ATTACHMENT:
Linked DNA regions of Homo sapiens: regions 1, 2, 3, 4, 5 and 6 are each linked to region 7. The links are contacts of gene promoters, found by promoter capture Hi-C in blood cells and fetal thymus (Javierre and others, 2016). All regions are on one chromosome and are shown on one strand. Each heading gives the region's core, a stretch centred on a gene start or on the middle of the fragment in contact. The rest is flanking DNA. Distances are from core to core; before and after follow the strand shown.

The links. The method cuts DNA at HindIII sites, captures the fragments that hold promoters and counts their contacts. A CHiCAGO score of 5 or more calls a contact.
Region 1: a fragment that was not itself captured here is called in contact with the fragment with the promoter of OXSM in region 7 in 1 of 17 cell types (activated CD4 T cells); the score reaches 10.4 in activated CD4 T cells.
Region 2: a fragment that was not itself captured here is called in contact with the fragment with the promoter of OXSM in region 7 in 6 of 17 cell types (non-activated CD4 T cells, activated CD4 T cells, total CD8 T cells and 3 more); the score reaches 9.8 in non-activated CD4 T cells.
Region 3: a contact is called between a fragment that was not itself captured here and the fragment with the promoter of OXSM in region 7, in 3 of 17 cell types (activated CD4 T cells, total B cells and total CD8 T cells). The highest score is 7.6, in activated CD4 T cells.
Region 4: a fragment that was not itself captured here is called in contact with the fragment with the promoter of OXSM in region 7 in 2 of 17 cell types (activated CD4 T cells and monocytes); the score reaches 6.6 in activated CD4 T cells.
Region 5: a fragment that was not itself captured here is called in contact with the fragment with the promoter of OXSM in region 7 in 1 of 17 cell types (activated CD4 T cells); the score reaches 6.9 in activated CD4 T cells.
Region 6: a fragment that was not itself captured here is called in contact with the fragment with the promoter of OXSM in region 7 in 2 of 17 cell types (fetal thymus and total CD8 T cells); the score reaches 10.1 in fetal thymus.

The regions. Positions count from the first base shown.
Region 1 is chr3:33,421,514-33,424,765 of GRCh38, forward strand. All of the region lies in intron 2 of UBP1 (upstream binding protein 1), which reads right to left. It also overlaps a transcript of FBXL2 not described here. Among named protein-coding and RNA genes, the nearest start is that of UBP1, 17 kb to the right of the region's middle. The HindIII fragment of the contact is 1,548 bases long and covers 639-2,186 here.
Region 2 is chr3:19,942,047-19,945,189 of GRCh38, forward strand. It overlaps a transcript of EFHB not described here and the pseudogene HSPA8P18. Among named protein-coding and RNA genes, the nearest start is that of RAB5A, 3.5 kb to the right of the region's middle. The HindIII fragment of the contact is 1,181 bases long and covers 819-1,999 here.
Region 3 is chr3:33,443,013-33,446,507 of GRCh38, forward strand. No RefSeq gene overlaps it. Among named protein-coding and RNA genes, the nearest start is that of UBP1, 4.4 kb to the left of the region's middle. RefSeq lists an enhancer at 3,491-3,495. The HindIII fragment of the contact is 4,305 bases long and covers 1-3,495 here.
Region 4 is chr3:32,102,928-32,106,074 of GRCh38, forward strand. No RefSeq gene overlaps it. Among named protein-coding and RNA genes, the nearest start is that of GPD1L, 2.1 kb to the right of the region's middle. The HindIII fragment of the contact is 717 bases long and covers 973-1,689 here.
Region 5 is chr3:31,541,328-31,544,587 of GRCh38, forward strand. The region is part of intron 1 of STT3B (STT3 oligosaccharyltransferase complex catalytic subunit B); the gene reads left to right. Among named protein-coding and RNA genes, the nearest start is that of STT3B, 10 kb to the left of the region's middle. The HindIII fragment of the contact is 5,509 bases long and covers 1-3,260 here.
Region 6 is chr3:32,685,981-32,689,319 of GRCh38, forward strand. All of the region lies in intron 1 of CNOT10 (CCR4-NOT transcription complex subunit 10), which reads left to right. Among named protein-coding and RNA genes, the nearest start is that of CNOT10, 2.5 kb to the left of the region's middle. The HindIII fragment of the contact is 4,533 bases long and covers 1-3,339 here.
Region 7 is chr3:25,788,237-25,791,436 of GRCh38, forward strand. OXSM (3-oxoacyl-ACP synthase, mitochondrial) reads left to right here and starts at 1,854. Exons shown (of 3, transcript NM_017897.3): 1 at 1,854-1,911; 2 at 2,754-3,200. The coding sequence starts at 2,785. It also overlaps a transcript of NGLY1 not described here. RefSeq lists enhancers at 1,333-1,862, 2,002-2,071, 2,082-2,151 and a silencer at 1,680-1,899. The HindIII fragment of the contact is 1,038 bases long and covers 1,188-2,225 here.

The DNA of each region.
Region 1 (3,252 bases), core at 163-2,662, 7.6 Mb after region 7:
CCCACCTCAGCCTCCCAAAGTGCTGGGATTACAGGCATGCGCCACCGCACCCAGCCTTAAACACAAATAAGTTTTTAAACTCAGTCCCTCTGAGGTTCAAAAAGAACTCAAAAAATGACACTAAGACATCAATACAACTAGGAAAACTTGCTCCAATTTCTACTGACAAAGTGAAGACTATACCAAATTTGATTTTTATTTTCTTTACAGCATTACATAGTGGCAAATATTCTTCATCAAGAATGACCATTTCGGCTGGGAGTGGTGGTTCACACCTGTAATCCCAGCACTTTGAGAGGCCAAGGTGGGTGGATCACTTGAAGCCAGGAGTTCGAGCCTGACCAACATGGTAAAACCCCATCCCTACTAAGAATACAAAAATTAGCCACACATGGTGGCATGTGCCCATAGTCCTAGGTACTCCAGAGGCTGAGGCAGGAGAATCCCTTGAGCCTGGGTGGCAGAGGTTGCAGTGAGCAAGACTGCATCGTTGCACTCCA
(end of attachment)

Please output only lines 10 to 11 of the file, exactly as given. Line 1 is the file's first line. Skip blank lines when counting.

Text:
Region 1 is chr3:33,421,514-33,424,765 of GRCh38, forward strand. All of the region lies in intron 2 of UBP1 (upstream binding protein 1), which reads right to left. It also overlaps a transcript of FBXL2 not described here. Among named protein-coding and RNA genes, the nearest start is that of UBP1, 17 kb to the right of the region's middle. The HindIII fragment of the contact is 1,548 bases long and covers 639-2,186 here.
Region 2 is chr3:19,942,047-19,945,189 of GRCh38, forward strand. It overlaps a transcript of EFHB not described here and the pseudogene HSPA8P18. Among named protein-coding and RNA genes, the nearest start is that of RAB5A, 3.5 kb to the right of the region's middle. The HindIII fragment of the contact is 1,181 bases long and covers 819-1,999 here.